“Understanding what controls the amount of Arctic sea ice takes us one step closer to making reliable predictions of how long it will last, which is important because it is a key component of Earth’s climate system,” he says.
The researchers said that they are planning to use CryoSat’s measurements of changing sea ice thickness not only to help improve models that are used to forecast future climate change, but also to help sailors steer their ships in the potentially dangerous Arctic region.
Fear that a floating piece of space junk could impact the ISS sent astronauts the station’s crew scrambling onto a docked Soyuz TMA-16M spacecraft on Friday (07/17). Luckily, the debris passed the station harmlessly, and the crew was back at work.
Houston’s Mission Control was tracking a chunk of what used to be a weather satellite when they noticed that it was headed to toward the space station for possible impact Thursday (07/16) at 1201 UTC.
Food has always been scarce for polar bears, but the quickening loss of sea ice during the summer months could lead to even less food available.
While the bears have certain amount of stored energy, a new study suggests they may not be able to rely on that reserve to get them through the melt season. The bears also can reduce the amount of energy they use to help prolong their supply of stored energy, but the study indicates it isn’t enough to make up for any food shortages they experience during the summer.
A new study from the California Institute of Technology (Caltech) has found that blood-feeding mosquitoes have evolved to where they can use three senses to zero-in on the human or animal host for their next meal.
Many insects, including mosquitoes, are drawn in by the odor of carbon dioxide released by humans and other animals when they exhale. But, the study found mosquitoes can also use their vision to see their host and detect body heat with their thermal sensory abilities.
Climate scientists from NASA’s Jet Propulsion Laboratory (JPL) and UCLA, who studied ocean temperatures, have found that some of the heat generated by greenhouse gases has been trapped and held beneath the surface of the Pacific and Indian Oceans.
The researchers suggest this may explain the slowdown in the rise of global surface temperatures that have been observed over the past decade.
They found a layer beneath the surface Pacific and Indian Oceans, located between 91 and 305 meters, is gathering more heat than previously observed. According to the researchers, movement of the warm subsurface ocean water has produced an unusually cooler surface which in turn has also cooled the air temperature above.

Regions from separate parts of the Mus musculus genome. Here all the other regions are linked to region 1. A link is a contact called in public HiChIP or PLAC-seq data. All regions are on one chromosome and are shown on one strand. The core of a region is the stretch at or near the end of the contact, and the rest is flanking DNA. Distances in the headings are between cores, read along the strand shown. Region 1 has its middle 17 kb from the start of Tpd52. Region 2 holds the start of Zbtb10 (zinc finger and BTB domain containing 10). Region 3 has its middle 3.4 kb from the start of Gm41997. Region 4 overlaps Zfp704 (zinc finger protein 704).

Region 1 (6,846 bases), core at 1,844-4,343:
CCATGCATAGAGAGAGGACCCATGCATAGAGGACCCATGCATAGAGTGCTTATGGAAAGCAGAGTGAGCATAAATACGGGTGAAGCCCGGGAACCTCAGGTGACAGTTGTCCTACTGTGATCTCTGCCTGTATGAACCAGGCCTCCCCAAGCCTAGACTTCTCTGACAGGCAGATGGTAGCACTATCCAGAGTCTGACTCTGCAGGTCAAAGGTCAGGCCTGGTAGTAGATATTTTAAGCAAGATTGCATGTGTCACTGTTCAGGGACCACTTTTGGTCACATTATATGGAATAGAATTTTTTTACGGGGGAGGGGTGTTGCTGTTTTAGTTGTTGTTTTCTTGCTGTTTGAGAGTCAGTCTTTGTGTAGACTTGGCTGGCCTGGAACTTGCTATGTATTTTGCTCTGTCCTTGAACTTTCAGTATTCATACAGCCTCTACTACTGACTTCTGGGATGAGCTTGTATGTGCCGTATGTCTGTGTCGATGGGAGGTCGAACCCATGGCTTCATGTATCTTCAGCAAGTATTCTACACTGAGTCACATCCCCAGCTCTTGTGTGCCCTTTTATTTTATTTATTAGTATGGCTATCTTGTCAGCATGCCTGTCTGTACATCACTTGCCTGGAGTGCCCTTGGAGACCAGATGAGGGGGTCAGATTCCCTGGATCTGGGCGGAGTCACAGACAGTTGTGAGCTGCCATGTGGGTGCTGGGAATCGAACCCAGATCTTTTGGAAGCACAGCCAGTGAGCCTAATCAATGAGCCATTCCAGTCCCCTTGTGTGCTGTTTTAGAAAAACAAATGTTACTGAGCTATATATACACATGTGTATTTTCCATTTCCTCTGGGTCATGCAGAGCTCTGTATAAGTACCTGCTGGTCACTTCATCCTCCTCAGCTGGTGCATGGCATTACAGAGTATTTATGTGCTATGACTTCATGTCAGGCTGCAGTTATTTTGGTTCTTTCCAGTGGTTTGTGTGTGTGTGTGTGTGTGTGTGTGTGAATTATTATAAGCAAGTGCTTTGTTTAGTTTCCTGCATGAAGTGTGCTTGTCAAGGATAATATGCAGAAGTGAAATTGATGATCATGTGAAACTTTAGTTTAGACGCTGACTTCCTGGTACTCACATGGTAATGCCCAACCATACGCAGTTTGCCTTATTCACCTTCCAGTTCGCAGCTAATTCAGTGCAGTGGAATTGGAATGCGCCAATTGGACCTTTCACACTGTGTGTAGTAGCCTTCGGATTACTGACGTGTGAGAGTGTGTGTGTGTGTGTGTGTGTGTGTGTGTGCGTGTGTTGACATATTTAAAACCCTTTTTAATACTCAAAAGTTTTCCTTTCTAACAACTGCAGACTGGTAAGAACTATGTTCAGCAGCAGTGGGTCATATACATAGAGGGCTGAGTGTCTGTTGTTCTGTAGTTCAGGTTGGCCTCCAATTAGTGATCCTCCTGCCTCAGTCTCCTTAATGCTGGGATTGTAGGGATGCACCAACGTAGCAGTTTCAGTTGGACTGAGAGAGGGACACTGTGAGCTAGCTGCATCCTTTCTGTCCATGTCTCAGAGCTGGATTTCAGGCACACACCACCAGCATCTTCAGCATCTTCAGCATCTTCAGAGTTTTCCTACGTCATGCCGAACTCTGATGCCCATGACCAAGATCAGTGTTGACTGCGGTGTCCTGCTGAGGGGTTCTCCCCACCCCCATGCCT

Professional astronomers with help from amateur stargazers have discovered a fascinating binary star system containing a very hot and dense white dwarf that is actually devouring its larger companion star.
Named Gaia-14aae, the rare star system is located some 730 light years away from Earth in the Draco constellation.
Another factor that sets this star system apart from others is that it contains a large amount of helium but no hydrogen, which is very strange since hydrogen is the most common element in the Universe.
While most binary systems consist of two stars orbiting a common center of mass, V404 Cygni is made up of a black hole and a star that orbit each other, with the black hole devouring matter from its companion.
In a system like V404 Cygni, material from the star pours out, heads toward the black hole and collects in an accretion disk, a circular object made of material that gathers around a black hole.
The incredibly powerful gravity produced by the black hole heats the disk and causes it to brilliantly shine at optical, ultraviolet and X-ray wavelengths until it spirals into the black hole and disappears.
But not all of the disk material winds up in the black hole. Scientists said some of it is ejected in the form of two powerful jets of particles
Once detected, the unexpected blast of extremely high frequency radiation then activated the satellite’s X-ray telescope to begin its observations of V404 Cygni.
A short time later, an X-ray flare originating from the same area as V404 Cygni was spotted by MAXI – Monitor of All-sky X-ray Image, part of the International Space Station’s Japanese Experiment Module.
The initial flurry of interest then set off a series of observations from ground-based and space telescopes around the world to monitor the black hole and its companion star at a variety of wavelengths that span the electromagnetic spectrum.
Erik Kuulkers, Integral project scientist at the European Space Agency (ESA), said V404 Cygni’s current behavior astonishes him and his colleagues, particularly its recurring flashes of bright light that last for less than an hour – something rarely seen in other black hole systems.
“In these moments, it becomes the brightest object in the X-ray sky – up to 50 times brighter than the Crab Nebula, normally one of the brightest sources in the high-energy sky,” said Kuulkers in an ESA press release.
Scientists said the last time the V404 Cygni system was as active and bright was back in 1989, when it was observed with the Japanese X-ray satellite Ginga, along with high-energy instruments mounted aboard the Mir space station.
Following that period of activity, the binary system began to quiet down again, allowing astronomers to finally see the black hole’s companion star, which had been obscured by the bright light produced by the outburst.
Referring back to the archival data gathered during the 20th century by various optical telescopes, astronomers found two previous outbursts. One occurred in 1938 and the other in 1956.
Scientists believe that the outbursts are triggered once the sheer amount of material within the surrounding accretion disk forces the black hole to dramatically increase its feeding mechanism – an event that takes place every two or three decades, said the scientists.
“Now that this extreme object has woken up again, we are all eager to learn more about the engine that powers the outburst we are observing,” said Carlo Ferrigno from the Integral Science Data Center at the University of Geneva, Switzerland.